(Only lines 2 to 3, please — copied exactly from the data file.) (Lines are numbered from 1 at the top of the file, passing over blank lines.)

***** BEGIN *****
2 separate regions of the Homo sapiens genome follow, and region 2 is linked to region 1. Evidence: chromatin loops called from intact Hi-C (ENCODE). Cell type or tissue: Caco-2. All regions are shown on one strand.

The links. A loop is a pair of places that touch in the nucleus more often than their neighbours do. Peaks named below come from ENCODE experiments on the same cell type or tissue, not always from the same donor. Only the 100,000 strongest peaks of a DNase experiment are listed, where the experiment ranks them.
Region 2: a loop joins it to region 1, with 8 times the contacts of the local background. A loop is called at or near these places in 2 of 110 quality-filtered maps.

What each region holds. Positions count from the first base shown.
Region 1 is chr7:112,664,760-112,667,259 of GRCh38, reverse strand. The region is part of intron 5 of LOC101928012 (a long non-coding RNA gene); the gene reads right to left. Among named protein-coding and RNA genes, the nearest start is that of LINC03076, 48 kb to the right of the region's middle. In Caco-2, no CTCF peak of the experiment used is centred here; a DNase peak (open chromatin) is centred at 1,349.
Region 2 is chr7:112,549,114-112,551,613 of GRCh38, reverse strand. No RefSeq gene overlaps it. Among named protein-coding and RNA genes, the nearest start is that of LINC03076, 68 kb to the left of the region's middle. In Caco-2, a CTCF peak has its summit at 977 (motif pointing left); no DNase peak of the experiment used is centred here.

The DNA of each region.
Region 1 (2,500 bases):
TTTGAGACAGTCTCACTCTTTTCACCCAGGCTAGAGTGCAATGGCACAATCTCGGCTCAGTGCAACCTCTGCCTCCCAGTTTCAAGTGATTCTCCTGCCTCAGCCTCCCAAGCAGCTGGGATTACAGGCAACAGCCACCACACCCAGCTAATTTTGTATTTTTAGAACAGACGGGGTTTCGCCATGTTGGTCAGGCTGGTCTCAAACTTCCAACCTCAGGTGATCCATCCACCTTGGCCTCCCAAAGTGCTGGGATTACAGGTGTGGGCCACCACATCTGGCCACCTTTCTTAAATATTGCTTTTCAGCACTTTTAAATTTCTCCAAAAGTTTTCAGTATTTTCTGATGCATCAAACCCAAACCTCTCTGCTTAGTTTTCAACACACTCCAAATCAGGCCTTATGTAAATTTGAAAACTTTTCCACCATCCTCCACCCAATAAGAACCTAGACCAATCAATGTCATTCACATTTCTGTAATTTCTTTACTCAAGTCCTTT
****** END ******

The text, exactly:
The links. A loop is a pair of places that touch in the nucleus more often than their neighbours do. Peaks named below come from ENCODE experiments on the same cell type or tissue, not always from the same donor. Only the 100,000 strongest peaks of a DNase experiment are listed, where the experiment ranks them.
Region 2: a loop joins it to region 1, with 8 times the contacts of the local background. A loop is called at or near these places in 2 of 110 quality-filtered maps.